By  on July 21, 2008

As the old adage goes, one man's trash is another's treasure. Just check out the new jewelry collection from the Guggenheim Museum, called Restoration Rocks, being presented Wednesday at a media reception. It's made out of concrete salvaged from the institution's renovation — a three-year project ending next month — which has revamped everything from the exterior facade to the bathrooms and elevators. The line is the kickoff project to commemorate the Guggenheim's 50th anniversary next year.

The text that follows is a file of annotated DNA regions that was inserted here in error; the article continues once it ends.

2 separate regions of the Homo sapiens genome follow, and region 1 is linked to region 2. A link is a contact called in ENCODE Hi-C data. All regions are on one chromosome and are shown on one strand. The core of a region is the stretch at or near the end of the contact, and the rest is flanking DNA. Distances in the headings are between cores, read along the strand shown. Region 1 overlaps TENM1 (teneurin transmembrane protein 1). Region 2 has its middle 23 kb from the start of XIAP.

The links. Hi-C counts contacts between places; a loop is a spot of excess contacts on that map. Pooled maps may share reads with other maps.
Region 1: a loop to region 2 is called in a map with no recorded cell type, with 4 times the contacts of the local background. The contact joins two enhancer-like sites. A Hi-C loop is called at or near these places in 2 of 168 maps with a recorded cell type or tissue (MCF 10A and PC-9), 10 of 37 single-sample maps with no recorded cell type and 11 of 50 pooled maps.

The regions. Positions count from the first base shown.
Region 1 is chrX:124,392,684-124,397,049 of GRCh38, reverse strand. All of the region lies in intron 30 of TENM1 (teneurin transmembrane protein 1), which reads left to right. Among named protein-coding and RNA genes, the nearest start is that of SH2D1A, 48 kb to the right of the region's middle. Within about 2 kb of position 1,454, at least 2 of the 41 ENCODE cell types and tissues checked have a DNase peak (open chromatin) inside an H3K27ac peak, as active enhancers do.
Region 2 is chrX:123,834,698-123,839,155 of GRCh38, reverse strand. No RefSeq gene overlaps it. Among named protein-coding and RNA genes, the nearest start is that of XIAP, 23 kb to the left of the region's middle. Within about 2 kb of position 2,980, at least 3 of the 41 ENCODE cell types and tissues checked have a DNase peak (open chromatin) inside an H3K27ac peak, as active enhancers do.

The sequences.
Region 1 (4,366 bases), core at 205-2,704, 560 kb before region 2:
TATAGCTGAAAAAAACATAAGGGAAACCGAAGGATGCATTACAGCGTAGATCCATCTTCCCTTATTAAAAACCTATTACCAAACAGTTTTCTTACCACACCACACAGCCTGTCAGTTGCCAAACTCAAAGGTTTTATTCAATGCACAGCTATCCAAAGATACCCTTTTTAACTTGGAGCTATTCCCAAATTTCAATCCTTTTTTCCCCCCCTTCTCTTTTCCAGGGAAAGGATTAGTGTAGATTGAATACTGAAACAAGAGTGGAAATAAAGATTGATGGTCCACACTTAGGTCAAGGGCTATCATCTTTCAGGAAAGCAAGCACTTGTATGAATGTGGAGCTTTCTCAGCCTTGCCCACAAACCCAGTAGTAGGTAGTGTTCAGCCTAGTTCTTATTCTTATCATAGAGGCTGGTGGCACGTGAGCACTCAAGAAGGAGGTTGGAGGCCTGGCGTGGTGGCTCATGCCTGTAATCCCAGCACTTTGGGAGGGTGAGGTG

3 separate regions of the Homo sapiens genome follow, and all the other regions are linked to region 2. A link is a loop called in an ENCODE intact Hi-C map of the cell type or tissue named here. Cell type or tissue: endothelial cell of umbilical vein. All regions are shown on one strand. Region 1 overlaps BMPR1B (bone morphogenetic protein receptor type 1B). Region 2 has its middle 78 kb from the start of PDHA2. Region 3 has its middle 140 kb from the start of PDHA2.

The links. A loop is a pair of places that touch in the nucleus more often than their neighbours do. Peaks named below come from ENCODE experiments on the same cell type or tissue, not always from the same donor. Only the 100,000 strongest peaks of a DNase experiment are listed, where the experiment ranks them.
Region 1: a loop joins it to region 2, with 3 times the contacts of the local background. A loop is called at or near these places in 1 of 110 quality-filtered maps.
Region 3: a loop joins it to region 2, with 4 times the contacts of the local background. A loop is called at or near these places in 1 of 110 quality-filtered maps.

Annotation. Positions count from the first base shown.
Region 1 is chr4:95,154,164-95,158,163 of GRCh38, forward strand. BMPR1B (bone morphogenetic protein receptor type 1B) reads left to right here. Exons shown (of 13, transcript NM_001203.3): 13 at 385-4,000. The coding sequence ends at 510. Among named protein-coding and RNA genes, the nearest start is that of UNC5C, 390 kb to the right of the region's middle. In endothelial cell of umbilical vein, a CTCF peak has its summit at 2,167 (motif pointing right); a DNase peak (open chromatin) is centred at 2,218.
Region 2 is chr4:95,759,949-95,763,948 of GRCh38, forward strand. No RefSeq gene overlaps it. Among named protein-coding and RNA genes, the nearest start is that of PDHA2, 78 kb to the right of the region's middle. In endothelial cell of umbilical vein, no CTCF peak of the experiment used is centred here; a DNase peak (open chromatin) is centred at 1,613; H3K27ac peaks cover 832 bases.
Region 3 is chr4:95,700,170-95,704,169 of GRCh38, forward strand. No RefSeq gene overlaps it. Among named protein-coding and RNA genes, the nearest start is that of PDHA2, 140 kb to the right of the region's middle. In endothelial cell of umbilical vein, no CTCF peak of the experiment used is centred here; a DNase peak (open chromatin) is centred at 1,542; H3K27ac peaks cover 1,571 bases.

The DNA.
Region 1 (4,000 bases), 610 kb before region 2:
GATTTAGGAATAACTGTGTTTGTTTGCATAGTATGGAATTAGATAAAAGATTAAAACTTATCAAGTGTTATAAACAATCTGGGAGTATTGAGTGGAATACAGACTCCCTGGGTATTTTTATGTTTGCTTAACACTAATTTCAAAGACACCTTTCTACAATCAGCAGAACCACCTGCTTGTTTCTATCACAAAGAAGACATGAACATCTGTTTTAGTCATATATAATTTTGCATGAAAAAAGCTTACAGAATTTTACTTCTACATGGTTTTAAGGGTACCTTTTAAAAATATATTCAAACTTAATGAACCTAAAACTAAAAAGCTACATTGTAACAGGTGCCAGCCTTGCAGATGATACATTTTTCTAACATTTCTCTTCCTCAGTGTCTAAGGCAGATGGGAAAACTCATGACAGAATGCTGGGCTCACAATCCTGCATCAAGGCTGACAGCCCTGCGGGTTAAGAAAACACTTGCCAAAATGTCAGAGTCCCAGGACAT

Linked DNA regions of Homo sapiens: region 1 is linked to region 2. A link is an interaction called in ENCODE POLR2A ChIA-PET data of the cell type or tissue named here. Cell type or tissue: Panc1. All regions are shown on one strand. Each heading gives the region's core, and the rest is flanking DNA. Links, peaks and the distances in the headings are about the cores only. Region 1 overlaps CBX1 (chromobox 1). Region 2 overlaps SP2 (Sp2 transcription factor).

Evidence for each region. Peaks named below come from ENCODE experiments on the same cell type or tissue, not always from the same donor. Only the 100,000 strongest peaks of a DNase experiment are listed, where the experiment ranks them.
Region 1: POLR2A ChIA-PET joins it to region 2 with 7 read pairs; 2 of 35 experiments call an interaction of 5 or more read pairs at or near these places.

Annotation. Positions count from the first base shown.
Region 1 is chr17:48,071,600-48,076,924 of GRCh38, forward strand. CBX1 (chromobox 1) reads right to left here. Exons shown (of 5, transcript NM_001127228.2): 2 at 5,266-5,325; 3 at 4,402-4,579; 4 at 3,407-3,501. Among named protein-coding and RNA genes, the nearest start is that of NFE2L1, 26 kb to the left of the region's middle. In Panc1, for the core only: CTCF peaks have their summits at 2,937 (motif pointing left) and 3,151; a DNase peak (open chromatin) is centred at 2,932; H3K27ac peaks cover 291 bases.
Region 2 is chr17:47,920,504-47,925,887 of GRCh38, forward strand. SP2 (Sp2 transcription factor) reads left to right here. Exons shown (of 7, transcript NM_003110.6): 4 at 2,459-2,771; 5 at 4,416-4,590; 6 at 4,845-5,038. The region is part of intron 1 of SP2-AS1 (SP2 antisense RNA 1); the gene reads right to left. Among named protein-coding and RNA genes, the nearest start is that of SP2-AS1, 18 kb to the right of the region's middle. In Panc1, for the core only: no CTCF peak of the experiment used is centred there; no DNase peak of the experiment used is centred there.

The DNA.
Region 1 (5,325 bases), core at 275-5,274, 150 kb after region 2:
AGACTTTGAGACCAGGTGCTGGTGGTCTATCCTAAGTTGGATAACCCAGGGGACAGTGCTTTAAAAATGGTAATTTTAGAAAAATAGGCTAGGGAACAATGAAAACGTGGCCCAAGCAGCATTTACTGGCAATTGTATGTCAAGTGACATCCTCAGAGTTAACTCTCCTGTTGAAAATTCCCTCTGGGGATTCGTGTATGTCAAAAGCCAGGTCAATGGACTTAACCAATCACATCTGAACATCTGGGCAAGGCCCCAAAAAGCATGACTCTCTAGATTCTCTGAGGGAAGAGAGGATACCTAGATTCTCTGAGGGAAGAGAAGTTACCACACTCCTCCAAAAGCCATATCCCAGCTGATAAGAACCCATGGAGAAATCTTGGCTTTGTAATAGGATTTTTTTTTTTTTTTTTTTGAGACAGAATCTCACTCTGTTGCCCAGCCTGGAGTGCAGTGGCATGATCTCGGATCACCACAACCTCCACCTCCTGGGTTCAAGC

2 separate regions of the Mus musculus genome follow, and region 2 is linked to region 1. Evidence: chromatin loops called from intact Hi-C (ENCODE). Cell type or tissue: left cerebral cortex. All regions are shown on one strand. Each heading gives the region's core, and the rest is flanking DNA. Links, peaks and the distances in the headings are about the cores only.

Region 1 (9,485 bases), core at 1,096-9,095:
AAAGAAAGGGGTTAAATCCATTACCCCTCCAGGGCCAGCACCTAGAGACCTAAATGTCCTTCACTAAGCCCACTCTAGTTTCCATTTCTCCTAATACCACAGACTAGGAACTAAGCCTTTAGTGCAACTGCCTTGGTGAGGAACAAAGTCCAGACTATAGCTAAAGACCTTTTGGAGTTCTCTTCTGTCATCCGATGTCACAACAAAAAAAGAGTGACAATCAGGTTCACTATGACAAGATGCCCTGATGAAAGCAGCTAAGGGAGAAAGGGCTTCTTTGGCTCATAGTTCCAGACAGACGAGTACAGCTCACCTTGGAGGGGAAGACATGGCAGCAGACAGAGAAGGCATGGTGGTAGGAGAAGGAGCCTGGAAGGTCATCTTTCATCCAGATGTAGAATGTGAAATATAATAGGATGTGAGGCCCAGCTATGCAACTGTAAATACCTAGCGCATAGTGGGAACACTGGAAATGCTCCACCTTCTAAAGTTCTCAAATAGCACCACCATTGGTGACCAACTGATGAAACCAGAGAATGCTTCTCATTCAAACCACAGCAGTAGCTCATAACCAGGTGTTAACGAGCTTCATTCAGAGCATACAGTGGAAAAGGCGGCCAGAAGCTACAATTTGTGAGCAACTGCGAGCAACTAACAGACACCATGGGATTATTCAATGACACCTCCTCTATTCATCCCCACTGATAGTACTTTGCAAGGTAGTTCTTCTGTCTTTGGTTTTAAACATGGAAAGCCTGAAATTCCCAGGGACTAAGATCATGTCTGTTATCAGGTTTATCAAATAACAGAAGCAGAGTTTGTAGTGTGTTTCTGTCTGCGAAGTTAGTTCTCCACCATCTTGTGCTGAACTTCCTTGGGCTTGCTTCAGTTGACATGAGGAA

Indeed, what better way to celebrate Frank Lloyd Wright's iconic spiraling structure than with a lineup of scaled-down sculptural shapes? The collection was designed in collaboration with California jeweler Cara Tilker, who was given 300 pounds of concrete from the building's exterior renovations for the project. Tilker, known for her C.linea line that encases flotsam in plastic, has applied the same technique here, embedding each fragment in a polyurethane resin mold and sanding it down to create a slightly Space Age-looking "gemstone." The resulting bauble is then set in sterling silver — or, by commission, in 14-karat gold — for an eightpiece lineup of bracelets, rings, cuffs and necklaces. Prices for Restoration Rocks, sold exclusively in the museum boutique and at its online store, start at $175 and go up to $4,350.

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